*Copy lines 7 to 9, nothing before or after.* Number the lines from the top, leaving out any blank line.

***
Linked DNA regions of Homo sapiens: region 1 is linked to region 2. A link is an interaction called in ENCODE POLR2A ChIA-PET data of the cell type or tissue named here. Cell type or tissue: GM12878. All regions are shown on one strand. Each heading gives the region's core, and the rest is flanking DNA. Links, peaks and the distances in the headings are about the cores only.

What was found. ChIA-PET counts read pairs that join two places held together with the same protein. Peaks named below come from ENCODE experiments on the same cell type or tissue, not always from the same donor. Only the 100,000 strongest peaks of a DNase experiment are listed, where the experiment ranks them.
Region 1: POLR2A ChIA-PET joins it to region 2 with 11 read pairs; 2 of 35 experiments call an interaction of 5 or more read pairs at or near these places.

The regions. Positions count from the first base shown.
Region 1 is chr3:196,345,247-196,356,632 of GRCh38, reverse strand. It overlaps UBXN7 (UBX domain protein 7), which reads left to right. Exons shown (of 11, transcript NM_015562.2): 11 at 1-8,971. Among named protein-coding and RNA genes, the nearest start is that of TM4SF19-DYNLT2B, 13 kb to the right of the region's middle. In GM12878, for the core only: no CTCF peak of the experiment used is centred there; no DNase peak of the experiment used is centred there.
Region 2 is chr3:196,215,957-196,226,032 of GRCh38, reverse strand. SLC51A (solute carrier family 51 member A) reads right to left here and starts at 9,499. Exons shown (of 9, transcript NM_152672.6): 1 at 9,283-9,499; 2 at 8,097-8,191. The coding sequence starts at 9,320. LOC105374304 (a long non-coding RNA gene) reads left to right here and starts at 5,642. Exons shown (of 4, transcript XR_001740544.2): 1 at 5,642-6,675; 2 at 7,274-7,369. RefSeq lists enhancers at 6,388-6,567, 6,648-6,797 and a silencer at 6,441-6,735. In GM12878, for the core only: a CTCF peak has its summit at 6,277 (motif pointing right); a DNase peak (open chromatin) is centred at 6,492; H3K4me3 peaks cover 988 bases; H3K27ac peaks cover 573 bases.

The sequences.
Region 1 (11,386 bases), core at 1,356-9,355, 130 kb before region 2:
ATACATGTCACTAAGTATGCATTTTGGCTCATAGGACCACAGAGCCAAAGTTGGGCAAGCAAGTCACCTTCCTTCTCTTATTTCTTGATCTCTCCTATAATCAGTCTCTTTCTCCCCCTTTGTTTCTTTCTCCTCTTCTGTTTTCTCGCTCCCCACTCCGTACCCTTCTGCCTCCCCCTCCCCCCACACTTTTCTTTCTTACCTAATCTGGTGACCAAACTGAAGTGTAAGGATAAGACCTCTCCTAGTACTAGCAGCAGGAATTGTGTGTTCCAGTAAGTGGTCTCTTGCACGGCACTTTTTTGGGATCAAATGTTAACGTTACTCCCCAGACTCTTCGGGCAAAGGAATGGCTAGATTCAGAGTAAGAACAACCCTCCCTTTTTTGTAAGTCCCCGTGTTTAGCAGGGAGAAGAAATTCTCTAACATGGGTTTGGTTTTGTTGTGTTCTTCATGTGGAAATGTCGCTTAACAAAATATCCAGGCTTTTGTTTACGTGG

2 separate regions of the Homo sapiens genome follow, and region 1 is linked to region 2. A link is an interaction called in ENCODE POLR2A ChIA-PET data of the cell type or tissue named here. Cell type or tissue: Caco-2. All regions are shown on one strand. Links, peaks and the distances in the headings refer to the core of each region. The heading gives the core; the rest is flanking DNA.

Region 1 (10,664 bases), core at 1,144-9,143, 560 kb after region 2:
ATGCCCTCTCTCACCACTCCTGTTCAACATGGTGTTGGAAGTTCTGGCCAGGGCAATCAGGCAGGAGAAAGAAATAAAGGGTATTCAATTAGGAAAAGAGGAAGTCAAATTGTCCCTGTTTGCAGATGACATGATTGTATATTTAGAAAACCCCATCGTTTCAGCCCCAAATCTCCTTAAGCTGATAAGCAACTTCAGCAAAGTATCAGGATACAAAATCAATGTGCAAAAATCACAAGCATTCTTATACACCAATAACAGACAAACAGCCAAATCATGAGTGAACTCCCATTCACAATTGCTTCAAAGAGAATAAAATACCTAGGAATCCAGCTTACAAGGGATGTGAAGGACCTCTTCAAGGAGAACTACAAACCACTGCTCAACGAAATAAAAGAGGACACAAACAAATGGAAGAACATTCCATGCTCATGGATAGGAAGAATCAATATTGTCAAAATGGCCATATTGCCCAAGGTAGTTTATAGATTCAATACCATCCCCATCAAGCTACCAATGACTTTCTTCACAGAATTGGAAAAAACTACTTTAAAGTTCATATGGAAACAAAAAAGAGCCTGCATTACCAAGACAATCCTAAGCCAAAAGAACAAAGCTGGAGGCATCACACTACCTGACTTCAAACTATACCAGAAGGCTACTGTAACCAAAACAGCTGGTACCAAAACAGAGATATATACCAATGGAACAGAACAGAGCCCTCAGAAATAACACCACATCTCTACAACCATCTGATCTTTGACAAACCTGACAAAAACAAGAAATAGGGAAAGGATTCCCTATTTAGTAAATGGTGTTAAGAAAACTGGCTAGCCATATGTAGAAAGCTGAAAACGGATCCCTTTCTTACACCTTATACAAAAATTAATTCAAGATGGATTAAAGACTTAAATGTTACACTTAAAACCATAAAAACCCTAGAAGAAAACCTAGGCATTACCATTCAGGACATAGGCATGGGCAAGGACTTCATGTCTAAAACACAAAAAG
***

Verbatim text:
The sequences.
Region 1 (11,386 bases), core at 1,356-9,355, 130 kb before region 2:
ATACATGTCACTAAGTATGCATTTTGGCTCATAGGACCACAGAGCCAAAGTTGGGCAAGCAAGTCACCTTCCTTCTCTTATTTCTTGATCTCTCCTATAATCAGTCTCTTTCTCCCCCTTTGTTTCTTTCTCCTCTTCTGTTTTCTCGCTCCCCACTCCGTACCCTTCTGCCTCCCCCTCCCCCCACACTTTTCTTTCTTACCTAATCTGGTGACCAAACTGAAGTGTAAGGATAAGACCTCTCCTAGTACTAGCAGCAGGAATTGTGTGTTCCAGTAAGTGGTCTCTTGCACGGCACTTTTTTGGGATCAAATGTTAACGTTACTCCCCAGACTCTTCGGGCAAAGGAATGGCTAGATTCAGAGTAAGAACAACCCTCCCTTTTTTGTAAGTCCCCGTGTTTAGCAGGGAGAAGAAATTCTCTAACATGGGTTTGGTTTTGTTGTGTTCTTCATGTGGAAATGTCGCTTAACAAAATATCCAGGCTTTTGTTTACGTGG